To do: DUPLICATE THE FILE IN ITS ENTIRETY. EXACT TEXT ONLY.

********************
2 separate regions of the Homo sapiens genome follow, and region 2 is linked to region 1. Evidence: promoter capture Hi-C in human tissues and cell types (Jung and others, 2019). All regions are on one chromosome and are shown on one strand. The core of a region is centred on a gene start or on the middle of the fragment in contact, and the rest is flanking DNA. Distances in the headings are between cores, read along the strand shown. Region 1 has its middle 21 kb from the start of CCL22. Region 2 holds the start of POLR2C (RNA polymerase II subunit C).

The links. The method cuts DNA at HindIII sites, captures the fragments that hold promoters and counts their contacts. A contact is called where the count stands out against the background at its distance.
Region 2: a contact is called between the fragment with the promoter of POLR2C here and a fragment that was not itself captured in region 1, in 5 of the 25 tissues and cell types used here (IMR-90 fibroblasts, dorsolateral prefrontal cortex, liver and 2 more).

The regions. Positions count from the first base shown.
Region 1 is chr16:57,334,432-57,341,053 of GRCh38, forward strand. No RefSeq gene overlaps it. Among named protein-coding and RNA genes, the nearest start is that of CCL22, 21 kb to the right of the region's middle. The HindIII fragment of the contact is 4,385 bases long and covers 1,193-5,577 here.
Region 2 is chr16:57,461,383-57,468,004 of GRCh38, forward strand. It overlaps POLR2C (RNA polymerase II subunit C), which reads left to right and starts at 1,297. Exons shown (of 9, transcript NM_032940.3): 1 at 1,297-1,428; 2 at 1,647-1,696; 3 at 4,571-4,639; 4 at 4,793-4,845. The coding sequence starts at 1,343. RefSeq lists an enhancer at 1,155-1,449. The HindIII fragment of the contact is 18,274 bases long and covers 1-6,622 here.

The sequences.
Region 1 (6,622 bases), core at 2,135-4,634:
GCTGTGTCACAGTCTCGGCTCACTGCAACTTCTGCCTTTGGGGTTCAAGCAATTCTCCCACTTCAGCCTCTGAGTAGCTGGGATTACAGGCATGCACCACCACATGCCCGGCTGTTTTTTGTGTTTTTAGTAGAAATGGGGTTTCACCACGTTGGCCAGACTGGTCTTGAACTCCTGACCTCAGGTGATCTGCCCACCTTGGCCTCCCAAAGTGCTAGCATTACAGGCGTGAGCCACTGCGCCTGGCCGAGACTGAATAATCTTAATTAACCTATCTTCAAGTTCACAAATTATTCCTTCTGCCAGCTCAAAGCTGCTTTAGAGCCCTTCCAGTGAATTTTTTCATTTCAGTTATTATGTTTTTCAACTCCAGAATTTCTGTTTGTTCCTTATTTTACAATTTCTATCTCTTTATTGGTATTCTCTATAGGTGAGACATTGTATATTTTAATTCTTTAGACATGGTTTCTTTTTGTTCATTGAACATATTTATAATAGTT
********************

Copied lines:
2 separate regions of the Homo sapiens genome follow, and region 2 is linked to region 1. Evidence: promoter capture Hi-C in human tissues and cell types (Jung and others, 2019). All regions are on one chromosome and are shown on one strand. The core of a region is centred on a gene start or on the middle of the fragment in contact, and the rest is flanking DNA. Distances in the headings are between cores, read along the strand shown. Region 1 has its middle 21 kb from the start of CCL22. Region 2 holds the start of POLR2C (RNA polymerase II subunit C).

The links. The method cuts DNA at HindIII sites, captures the fragments that hold promoters and counts their contacts. A contact is called where the count stands out against the background at its distance.
Region 2: a contact is called between the fragment with the promoter of POLR2C here and a fragment that was not itself captured in region 1, in 5 of the 25 tissues and cell types used here (IMR-90 fibroblasts, dorsolateral prefrontal cortex, liver and 2 more).

The regions. Positions count from the first base shown.
Region 1 is chr16:57,334,432-57,341,053 of GRCh38, forward strand. No RefSeq gene overlaps it. Among named protein-coding and RNA genes, the nearest start is that of CCL22, 21 kb to the right of the region's middle. The HindIII fragment of the contact is 4,385 bases long and covers 1,193-5,577 here.
Region 2 is chr16:57,461,383-57,468,004 of GRCh38, forward strand. It overlaps POLR2C (RNA polymerase II subunit C), which reads left to right and starts at 1,297. Exons shown (of 9, transcript NM_032940.3): 1 at 1,297-1,428; 2 at 1,647-1,696; 3 at 4,571-4,639; 4 at 4,793-4,845. The coding sequence starts at 1,343. RefSeq lists an enhancer at 1,155-1,449. The HindIII fragment of the contact is 18,274 bases long and covers 1-6,622 here.

The sequences.
Region 1 (6,622 bases), core at 2,135-4,634:
GCTGTGTCACAGTCTCGGCTCACTGCAACTTCTGCCTTTGGGGTTCAAGCAATTCTCCCACTTCAGCCTCTGAGTAGCTGGGATTACAGGCATGCACCACCACATGCCCGGCTGTTTTTTGTGTTTTTAGTAGAAATGGGGTTTCACCACGTTGGCCAGACTGGTCTTGAACTCCTGACCTCAGGTGATCTGCCCACCTTGGCCTCCCAAAGTGCTAGCATTACAGGCGTGAGCCACTGCGCCTGGCCGAGACTGAATAATCTTAATTAACCTATCTTCAAGTTCACAAATTATTCCTTCTGCCAGCTCAAAGCTGCTTTAGAGCCCTTCCAGTGAATTTTTTCATTTCAGTTATTATGTTTTTCAACTCCAGAATTTCTGTTTGTTCCTTATTTTACAATTTCTATCTCTTTATTGGTATTCTCTATAGGTGAGACATTGTATATTTTAATTCTTTAGACATGGTTTCTTTTTGTTCATTGAACATATTTATAATAGTT